Summer Research is Underway!

UR Scholars 2016 croppedOur 2016 Brown Bag Discussion Series began on June 7th and so far we have heard from undergraduates pursuing independent research in the fields of mechanical engineering, exercise physiology, mathematics, biochemistry, psychology, and criminal justice. Here are the highlights from the opening days of the series:

Celeste Robert kicked off our discussion series by presenting preliminary data for her project titled A study of thermal degradation kinetics of PVA matrix and MoS2. The purpose of this study is to prove that a new combination of material can archive better thermal properties than PVA alone. Robert is in the early stages of her study, and her discussion focused on an inconsistent data point that emerged during the testing of her material. The material that she is working with could be particularly revolutionary in the manufacturing process of certain parts of artillery used by the Army. In fact, it could make the artillery both lighter and more cost efficient.

Week two of the series began with Laurie King, who introduced her study Determination of Flow Development in Whistle-Based Woodwind Instruments. King will analyze the flow of fluids through the flue of whistle-based woodwind instruments, specifically the wooden flute, using a hydrogen bubble technique that will allow for visual interpretation and comparison to mathematical models to understand the velocity profile of the flow as it develops along the length of the flue. This research will allow a better understanding of the shape of the air jet that results when the fluid flows out of the flue, which in turn will help acousticians evaluate the overall properties of the flute.

For her project How Does Exercise Effect Antioxidant Production?, Rhiannon Page will explore antioxidant changes occurring as a consequence of varied intensity exercise over 20-weeks in middle-aged overweight women. The goals of her research are to examine the quantitative changes of antioxidant production that occur in response to the exercise regimen, thus seeking evidence for the positive health benefits of exercise.

Zyla Fisher’s project, The Effects of Circles of Support and Accountability (COSA) on Re-Entering Violent Offenders in Vermont: Perspectives of Participants and Volunteers, examines how restorative justice programs are being used in Vermont with a goal of trying to determine whether these kinds of programs could be effective supplements or substitutes to sentencing violent offenders. Ms. Fisher is working with a restorative justice program called Circles of Support and Accountability (COSA) and interviewing community members who volunteer with this program to collect narrative data. She will also utilize publically available data to compare the recidivism rates of offenders who have completed a restorative justice program versus the recidivism rates of offenders who did not participate in a restorative justice program.

Derek Lotito is working on a project titled A mathematical model for synaptic dysfunction in Alzheimer’s disease. It is believed that the onset of Alzheimer’s Disease (AD) occurs due to intermittent interruption of synaptic transmission between neurons. Regulation of intracellular calcium (Ca2+) signaling plays a critical role in neuronal signal transmission. The goal of Lotito’s project is to develop a mathematical model for Ca2+ regulation in neurons. This model will be used to study the effects of Amyloid-β proteins on intracellular Ca2+ signaling. Specifically, Lotito aims to better understand how an increase in intracellular Ca2+ affects a neuron’s ability to transfer signals. Analysis of the mathematical model can help to identify biological mechanisms as potential pharmaceutical targets aimed at normalizing intracellular Ca2+ levels in order to prevent synaptic loss.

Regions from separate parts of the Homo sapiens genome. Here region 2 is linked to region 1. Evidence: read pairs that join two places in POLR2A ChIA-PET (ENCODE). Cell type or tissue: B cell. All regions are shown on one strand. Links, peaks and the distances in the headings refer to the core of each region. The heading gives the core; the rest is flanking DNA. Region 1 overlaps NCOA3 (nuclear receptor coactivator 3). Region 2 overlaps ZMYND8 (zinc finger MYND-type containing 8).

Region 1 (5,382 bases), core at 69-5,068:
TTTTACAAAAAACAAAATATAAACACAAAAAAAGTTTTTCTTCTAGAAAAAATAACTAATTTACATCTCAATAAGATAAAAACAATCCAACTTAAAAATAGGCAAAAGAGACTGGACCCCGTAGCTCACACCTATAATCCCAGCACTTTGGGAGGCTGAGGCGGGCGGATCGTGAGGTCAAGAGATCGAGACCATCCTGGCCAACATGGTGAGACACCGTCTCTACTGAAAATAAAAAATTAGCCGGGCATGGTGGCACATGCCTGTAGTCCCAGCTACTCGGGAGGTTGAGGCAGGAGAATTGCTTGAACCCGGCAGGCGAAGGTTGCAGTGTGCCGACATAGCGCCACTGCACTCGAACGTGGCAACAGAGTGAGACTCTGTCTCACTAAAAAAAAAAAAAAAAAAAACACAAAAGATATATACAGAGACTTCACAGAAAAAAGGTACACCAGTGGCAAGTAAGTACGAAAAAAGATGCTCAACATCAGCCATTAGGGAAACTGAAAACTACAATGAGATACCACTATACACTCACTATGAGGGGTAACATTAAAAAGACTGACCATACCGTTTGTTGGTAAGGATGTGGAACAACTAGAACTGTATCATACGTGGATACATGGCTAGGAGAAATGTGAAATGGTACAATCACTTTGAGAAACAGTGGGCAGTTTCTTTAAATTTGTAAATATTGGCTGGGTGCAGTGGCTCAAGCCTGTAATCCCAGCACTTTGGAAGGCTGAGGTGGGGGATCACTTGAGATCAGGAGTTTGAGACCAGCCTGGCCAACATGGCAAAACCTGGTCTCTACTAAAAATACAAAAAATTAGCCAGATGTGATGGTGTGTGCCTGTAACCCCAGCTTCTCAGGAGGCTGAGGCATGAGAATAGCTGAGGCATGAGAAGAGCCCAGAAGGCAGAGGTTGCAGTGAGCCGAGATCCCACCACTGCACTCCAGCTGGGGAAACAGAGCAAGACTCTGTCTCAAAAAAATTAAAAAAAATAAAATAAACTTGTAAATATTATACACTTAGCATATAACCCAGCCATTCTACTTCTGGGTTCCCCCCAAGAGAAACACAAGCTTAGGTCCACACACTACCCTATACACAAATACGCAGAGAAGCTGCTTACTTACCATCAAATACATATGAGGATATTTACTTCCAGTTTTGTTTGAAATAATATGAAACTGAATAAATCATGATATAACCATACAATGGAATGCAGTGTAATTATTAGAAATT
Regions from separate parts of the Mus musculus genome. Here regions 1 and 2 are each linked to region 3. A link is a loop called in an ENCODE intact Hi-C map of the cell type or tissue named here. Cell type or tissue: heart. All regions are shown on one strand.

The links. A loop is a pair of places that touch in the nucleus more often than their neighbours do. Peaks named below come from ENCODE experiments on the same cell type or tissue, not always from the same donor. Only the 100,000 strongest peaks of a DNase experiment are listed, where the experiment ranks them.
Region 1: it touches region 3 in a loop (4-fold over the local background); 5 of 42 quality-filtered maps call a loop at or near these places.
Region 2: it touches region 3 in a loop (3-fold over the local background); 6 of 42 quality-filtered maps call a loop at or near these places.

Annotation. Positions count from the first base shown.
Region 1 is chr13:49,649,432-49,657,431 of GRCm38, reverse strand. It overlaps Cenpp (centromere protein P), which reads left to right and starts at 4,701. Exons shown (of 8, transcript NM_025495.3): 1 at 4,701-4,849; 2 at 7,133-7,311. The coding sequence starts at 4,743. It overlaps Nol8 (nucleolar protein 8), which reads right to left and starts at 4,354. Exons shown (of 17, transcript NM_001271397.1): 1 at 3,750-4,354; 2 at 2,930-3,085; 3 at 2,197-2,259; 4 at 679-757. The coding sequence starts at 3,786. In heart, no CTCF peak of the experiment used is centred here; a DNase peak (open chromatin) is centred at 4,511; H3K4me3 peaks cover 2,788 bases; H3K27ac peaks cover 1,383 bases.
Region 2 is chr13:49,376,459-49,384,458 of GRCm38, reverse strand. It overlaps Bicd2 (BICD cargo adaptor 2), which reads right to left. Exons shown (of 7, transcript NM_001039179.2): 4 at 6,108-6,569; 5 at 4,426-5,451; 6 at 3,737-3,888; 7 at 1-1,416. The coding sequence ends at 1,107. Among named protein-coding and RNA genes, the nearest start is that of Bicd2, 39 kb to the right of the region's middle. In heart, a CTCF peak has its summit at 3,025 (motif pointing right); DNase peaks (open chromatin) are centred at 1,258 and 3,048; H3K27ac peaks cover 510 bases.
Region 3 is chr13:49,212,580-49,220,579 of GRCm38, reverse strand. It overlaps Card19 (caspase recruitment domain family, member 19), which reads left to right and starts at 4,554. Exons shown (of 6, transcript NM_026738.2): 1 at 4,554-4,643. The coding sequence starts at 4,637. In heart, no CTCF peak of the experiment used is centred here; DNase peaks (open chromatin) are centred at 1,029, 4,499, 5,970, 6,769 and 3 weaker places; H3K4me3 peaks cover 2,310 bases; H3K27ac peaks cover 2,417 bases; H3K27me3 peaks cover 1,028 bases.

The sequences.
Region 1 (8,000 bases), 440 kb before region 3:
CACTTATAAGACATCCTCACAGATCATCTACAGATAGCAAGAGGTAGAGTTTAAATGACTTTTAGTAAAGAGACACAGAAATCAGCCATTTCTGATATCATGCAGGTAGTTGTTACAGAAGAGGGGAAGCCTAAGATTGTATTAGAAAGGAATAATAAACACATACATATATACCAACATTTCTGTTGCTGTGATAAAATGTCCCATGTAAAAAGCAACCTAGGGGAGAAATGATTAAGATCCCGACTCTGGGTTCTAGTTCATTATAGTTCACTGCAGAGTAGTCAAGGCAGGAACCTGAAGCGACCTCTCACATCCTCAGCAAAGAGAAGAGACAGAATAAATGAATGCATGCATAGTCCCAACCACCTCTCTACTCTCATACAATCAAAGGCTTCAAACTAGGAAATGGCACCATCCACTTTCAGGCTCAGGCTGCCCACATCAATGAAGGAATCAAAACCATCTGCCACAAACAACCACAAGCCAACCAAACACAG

Donovan Murby is working alongside Lotito on a related project titled A Mathematical Model of Short-term Plasticity in Neurons. The goal of this project is to develop a mathematical model of synaptic transmission that accounts for synaptic plasticity, a neuron’s ability to adapt to signals over time. The biological mechanisms underlying short-term plasticity are not fully understood and this project aims to provide a theoretical understanding of short-term plasticity and its effects on synaptic transmission. This analysis uses multiple time-scales and leading order approximations to determine how the receptor-transmitter interactions affect plasticity. The systematic characterization of this model will highlight the important biological mechanisms involved in short-term plasticity, which can provide information for future research of synaptic transmissions and neurological disorders.

Finally, Muhammad Ali Shahidy discussed the development of his project, An evaluation of the relationship between knowledge of Middle Eastern culture and justification of violence against civilians in American military cadets. Shahidy’s research focuses on American military cadets and aims to evaluate the relationship between one’s knowledge of the Middle Eastern (dominantly Muslim) culture and acceptance of acts of violence against civilians. He argues that it is critical to understand whether there is a relationship between cultural knowledge and acceptance of acts of violence against non-combatants or civilians that are very culturally different from American military personnel. In order to complete this study, Shahidy will use three separate survey instruments which will measure: 1) attitudes toward people in the Middle East and Muslims in general; 2) a knowledge of the Middle Eastern culture, and 3) justification of acts of violence toward civilians. The sample populations will be recruited during the Fall semester and the data will be analyzed after the data collection.

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